Friday, June 12, 2009


"Reading Djuna Barnes is like reading a foreign language, which you understand."
- Marianne Moore

"I am not what I thought I was, a good man doing wrong, but a wrong man doing nothing much,..." nightwood

mac miller had brought another third rate poet to new college campus for a reading. to give you an idea of the kind of poet mac was, these hacks he brought to campus treated HIM like a hack. this guy's name was bin ramke & i hated everything about him, his mincing affectations & smug condescension. he was one of the new breed of what i called "intellectual" poets, college educated in writing programs where he'd impressed another college educated teacher who'd arranged for his publication. amazingly(to me, at the time)he'd been published, several times. he was there at new college to read from his new book. it was based on the "cult novel," as he put it, nightwood, by a woman w/the exotic name djuna barnes. i hadn't heard of her or it before. what i DID know was that i didn't particularly care for a poet stealing characters & ideas from an established novel & using them for the basis of an entire book of poems. once i heard the poems & his affected reading of them, i KNEW i didn't like the idea.

i headed for the campus bookstore the next day & ordered the book. it came in a couple of weeks & though my revulsion from that night of poetry had subsided, i was eager to read this "unknown" classic. i found myself reading the novel feverishly in one sitting. then i immediately re-read it to make sure it sustained its potency. it did. while her debt to joyce was clear on the second time around, that didn't undermine the power of the narrative, the concision of her characterizations. furthermore, it had the draw of the "subculture" that i've always found intoxicating.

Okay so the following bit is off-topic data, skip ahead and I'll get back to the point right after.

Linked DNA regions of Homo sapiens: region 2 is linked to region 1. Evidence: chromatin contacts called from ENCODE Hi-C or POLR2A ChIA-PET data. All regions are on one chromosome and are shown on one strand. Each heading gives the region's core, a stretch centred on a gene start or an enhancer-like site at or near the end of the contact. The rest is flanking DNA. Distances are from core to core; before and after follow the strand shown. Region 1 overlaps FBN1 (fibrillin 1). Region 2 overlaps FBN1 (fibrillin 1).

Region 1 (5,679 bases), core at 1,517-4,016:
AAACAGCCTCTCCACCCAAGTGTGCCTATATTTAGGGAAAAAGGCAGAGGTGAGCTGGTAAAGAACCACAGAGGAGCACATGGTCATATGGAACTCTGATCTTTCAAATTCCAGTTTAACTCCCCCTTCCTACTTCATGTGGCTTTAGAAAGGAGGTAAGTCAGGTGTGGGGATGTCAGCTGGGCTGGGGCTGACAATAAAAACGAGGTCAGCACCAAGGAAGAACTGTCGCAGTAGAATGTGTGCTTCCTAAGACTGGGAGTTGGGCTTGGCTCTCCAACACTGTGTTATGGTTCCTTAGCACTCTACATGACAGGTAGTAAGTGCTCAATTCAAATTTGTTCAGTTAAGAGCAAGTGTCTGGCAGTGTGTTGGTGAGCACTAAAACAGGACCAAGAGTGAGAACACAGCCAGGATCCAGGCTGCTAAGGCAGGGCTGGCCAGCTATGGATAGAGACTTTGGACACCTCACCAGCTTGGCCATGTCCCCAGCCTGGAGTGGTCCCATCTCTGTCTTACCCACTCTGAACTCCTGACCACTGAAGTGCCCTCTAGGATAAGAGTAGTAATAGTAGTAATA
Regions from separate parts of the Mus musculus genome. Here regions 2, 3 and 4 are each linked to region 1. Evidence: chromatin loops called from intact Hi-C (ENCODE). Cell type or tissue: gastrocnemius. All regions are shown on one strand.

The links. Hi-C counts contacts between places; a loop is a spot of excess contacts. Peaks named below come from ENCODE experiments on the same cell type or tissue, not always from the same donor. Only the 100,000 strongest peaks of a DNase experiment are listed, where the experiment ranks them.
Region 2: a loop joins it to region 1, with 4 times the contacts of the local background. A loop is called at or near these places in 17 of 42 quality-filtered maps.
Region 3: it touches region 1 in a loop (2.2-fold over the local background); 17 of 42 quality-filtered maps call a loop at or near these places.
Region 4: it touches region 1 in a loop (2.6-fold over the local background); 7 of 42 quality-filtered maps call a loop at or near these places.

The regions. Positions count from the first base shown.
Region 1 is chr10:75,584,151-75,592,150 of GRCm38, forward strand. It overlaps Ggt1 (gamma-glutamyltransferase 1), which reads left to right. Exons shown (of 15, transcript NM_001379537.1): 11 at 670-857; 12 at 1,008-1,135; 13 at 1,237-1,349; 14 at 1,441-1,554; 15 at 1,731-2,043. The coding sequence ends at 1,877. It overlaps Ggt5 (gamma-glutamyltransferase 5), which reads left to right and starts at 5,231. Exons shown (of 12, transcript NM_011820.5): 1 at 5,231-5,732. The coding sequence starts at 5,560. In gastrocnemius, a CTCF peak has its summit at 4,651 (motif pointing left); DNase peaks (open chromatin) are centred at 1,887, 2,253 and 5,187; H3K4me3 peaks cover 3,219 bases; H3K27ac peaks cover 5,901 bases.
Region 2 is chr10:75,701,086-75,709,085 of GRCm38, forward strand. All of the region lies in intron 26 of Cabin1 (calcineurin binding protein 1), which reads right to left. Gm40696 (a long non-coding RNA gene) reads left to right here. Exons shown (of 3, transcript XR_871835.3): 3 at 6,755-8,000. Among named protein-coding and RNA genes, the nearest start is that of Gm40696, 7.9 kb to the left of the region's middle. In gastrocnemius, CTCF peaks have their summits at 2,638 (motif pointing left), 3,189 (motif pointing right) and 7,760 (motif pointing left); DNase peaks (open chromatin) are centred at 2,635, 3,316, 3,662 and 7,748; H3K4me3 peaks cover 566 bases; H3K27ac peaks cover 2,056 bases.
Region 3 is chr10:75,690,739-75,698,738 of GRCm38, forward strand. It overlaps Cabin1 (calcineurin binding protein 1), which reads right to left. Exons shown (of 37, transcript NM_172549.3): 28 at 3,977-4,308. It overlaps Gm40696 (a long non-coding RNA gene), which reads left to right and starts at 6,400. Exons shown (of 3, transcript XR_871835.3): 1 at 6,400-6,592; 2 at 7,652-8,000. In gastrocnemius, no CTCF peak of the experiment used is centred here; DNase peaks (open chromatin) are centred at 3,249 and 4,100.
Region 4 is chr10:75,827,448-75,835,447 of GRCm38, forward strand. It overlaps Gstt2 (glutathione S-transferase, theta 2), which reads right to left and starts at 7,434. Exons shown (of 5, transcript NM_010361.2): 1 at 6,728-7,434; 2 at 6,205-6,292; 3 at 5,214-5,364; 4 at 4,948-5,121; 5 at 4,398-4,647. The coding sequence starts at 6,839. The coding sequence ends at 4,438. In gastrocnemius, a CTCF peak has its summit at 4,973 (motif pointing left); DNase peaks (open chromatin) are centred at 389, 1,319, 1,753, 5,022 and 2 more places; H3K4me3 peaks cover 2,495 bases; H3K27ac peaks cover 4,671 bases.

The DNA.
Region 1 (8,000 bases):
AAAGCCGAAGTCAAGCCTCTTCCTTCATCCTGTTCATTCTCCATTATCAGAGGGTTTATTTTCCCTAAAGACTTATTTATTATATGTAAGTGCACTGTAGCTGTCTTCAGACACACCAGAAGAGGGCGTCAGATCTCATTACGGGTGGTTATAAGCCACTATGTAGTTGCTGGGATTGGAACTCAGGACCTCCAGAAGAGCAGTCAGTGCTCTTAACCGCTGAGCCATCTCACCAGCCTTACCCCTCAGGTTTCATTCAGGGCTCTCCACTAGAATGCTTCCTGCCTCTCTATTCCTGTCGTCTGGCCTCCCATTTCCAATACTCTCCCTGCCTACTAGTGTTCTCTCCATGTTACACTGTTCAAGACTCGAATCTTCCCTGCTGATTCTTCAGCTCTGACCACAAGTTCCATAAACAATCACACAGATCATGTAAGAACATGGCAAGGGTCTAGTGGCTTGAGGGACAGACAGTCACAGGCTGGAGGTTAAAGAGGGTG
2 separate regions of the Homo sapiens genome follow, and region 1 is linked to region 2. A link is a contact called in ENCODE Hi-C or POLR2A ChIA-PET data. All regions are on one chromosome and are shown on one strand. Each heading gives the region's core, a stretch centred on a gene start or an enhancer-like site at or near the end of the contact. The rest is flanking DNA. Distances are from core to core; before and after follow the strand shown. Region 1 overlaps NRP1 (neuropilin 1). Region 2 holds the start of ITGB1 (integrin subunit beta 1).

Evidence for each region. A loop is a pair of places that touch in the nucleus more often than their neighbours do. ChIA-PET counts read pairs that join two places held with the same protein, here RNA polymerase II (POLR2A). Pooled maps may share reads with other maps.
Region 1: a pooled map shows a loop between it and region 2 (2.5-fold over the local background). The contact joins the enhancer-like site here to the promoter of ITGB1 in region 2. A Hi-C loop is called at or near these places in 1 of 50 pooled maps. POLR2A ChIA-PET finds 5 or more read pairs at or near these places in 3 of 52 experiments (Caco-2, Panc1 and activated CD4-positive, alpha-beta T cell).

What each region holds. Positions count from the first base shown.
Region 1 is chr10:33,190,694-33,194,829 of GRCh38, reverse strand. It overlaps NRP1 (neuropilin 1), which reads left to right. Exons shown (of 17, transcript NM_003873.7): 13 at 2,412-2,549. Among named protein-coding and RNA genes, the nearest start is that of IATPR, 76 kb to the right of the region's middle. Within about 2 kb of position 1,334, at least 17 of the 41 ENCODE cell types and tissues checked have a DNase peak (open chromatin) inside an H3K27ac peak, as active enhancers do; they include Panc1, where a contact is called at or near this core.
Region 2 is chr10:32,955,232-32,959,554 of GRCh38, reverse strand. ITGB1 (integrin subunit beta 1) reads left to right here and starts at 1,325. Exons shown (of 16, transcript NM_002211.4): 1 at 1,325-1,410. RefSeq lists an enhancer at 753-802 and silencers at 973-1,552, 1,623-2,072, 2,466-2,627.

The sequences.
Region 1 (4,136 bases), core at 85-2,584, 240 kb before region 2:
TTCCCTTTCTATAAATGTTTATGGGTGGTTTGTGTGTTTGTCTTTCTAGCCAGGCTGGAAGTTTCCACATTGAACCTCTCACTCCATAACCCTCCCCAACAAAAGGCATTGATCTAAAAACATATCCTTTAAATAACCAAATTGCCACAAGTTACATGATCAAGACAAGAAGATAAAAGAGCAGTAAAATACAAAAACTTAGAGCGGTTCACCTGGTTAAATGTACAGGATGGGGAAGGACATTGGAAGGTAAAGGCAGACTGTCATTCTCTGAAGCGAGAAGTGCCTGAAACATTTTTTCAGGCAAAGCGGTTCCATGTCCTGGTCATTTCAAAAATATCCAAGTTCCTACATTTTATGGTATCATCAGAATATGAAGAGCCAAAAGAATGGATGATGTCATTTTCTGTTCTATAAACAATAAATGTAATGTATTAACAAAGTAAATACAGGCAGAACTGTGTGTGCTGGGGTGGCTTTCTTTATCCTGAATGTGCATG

while the high diva drama of the various lesbian affairs can get a little overwrought at times, most of it rings true. the underlying pathos of a group of characters brought together because of their various flaws & needs, each flaw feeding another's needs & each need attracting another's flaws, is convoluted & undeniably human. her deus ex machina, the character dr matthew o'connor, operates as a kind of nexus for all the neuroses(a transvestite abortionist, the good doctor has many demons of his own to deal with)at work in the novel & is a stunning creation of authorial genius. initially, keeping himself as far back from whatever actions(mostly all emotional manipulation)occur in the narrative, the sheer irrational behavior & damning consequences that follow pull him in(again, emotionally)& wreck his impervious aloofness. "now, nothing but rage & weeping," he sobs in our last moment w/his great character.

while this novel has been saddled w/the "lesbian" or "gay" label, it works on many more levels than that pigeonhole implies. i've always maintained that decadence is simply a rational system's premises taken to their logical conclusion(eg, where oscar wilde took pater or where hitler took wagner or where hegel took kant). the cul de sacs each character runs blindly into in nightwood are simply what happens when individuals are allowed to pursue their own goals outside of ANY form of social constraints. as freud pointed out, outside of the social, thanatos(the death instinct)rules & the individual will find its own path to destruction(think of oshima's in the realm of the senses here). while nightwood's characters seem to inhabit a subculture which, by definition, should contain some rules for behavior, they are in fact free floating particles within a larger, less benevolent, world. since they don't fit anywhere, they're really nowhere at all.

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